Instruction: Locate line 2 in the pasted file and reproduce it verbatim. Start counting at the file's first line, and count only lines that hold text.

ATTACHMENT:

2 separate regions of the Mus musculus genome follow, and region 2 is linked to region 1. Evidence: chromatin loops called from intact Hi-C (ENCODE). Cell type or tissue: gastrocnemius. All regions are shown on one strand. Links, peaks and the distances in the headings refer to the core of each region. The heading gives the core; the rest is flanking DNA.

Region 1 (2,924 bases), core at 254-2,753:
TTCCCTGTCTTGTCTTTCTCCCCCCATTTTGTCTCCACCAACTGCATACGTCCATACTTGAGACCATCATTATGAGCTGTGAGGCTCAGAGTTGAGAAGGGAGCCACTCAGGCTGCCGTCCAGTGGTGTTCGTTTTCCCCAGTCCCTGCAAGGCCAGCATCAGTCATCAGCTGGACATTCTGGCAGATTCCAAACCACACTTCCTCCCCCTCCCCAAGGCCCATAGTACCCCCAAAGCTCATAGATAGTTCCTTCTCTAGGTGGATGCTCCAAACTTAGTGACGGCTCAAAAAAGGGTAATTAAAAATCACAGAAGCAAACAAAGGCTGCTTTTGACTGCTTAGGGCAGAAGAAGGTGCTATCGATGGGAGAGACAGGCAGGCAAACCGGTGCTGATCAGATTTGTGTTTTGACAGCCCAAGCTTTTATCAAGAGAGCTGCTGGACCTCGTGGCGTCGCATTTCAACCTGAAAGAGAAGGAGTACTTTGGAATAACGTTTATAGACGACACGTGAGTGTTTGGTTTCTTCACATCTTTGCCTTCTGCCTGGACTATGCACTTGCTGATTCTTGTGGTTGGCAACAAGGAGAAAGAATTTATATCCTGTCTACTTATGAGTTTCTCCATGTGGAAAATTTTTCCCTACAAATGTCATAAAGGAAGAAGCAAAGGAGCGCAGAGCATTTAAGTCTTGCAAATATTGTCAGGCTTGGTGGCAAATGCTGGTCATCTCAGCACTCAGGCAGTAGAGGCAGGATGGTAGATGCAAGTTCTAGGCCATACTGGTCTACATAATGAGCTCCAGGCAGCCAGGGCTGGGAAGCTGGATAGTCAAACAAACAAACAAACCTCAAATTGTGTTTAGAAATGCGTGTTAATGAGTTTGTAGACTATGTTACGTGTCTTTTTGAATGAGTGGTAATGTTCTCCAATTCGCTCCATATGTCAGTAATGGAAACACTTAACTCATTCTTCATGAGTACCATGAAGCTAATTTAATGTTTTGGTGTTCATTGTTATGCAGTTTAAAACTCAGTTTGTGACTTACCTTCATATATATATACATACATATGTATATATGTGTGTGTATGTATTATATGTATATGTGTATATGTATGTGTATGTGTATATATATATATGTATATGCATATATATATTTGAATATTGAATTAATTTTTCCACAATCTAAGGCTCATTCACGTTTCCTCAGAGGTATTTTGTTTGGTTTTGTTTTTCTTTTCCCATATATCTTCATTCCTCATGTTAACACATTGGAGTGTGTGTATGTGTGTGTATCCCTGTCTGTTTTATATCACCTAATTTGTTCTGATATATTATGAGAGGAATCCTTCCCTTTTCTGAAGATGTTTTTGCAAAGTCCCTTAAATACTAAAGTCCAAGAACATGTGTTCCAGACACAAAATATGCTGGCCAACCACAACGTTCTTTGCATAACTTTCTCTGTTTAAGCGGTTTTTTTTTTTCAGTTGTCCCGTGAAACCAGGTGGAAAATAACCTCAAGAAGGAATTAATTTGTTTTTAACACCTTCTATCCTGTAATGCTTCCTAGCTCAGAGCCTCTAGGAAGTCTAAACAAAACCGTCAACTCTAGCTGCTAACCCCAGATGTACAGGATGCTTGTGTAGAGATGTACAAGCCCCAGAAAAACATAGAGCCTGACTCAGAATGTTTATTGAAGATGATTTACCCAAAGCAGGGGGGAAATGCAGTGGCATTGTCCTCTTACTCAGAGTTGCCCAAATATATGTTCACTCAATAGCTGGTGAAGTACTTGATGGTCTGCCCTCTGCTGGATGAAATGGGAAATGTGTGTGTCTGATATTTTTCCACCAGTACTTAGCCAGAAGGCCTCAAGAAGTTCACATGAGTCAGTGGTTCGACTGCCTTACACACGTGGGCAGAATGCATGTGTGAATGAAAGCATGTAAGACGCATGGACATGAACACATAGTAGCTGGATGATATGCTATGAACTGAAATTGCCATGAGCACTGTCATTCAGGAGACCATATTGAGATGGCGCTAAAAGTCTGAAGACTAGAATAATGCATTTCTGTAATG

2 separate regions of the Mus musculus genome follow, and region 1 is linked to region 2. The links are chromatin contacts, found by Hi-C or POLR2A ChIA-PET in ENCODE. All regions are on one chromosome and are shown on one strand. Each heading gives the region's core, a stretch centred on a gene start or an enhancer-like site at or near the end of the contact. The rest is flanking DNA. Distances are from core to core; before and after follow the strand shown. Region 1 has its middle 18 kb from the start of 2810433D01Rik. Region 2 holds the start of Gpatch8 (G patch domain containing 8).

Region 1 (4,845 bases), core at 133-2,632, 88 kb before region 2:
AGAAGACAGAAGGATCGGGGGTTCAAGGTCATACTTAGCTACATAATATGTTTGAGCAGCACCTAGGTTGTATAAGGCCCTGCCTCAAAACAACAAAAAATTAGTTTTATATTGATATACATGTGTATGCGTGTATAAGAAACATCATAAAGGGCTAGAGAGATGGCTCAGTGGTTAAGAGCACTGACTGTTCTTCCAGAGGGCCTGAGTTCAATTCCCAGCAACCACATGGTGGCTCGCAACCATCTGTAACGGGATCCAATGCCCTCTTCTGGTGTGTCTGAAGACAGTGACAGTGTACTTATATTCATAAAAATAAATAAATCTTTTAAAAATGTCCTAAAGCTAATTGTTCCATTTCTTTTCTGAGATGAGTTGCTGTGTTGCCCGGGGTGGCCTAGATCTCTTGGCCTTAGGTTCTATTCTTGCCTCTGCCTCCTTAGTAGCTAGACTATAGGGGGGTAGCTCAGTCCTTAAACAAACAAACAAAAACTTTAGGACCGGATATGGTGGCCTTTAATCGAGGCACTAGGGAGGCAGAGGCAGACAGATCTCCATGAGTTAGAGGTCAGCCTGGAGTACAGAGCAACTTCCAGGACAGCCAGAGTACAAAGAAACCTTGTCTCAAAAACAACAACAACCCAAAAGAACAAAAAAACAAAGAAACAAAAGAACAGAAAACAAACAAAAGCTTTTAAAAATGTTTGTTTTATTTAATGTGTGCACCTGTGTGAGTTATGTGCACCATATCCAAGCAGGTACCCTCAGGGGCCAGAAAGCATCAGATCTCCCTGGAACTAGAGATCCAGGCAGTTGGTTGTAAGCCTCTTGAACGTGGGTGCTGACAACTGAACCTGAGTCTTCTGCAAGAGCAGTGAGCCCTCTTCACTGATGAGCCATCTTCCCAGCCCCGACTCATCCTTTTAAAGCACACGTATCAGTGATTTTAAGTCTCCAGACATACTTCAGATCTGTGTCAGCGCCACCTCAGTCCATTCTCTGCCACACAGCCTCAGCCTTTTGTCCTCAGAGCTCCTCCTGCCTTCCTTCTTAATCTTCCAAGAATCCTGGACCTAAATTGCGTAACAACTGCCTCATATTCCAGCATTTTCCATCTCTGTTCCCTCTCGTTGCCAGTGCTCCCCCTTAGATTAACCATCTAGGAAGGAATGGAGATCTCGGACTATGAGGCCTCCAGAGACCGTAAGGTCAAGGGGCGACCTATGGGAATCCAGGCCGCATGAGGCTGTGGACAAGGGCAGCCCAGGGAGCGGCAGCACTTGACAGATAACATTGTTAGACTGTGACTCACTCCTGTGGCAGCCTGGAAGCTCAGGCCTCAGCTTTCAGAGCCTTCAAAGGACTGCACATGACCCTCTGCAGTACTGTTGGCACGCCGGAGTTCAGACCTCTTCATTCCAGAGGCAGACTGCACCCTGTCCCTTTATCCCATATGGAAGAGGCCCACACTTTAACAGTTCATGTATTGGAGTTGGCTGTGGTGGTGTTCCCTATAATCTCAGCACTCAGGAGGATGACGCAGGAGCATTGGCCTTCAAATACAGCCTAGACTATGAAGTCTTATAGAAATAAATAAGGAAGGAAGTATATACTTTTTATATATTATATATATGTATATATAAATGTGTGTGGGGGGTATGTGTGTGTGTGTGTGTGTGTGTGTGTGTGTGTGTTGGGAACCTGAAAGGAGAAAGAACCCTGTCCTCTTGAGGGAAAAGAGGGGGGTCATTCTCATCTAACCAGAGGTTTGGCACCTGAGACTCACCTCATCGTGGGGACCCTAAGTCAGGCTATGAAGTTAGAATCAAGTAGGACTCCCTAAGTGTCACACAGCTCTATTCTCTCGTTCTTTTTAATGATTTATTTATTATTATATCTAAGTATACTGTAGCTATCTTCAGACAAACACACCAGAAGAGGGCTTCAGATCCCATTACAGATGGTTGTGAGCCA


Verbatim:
Region 1 (2,924 bases), core at 254-2,753: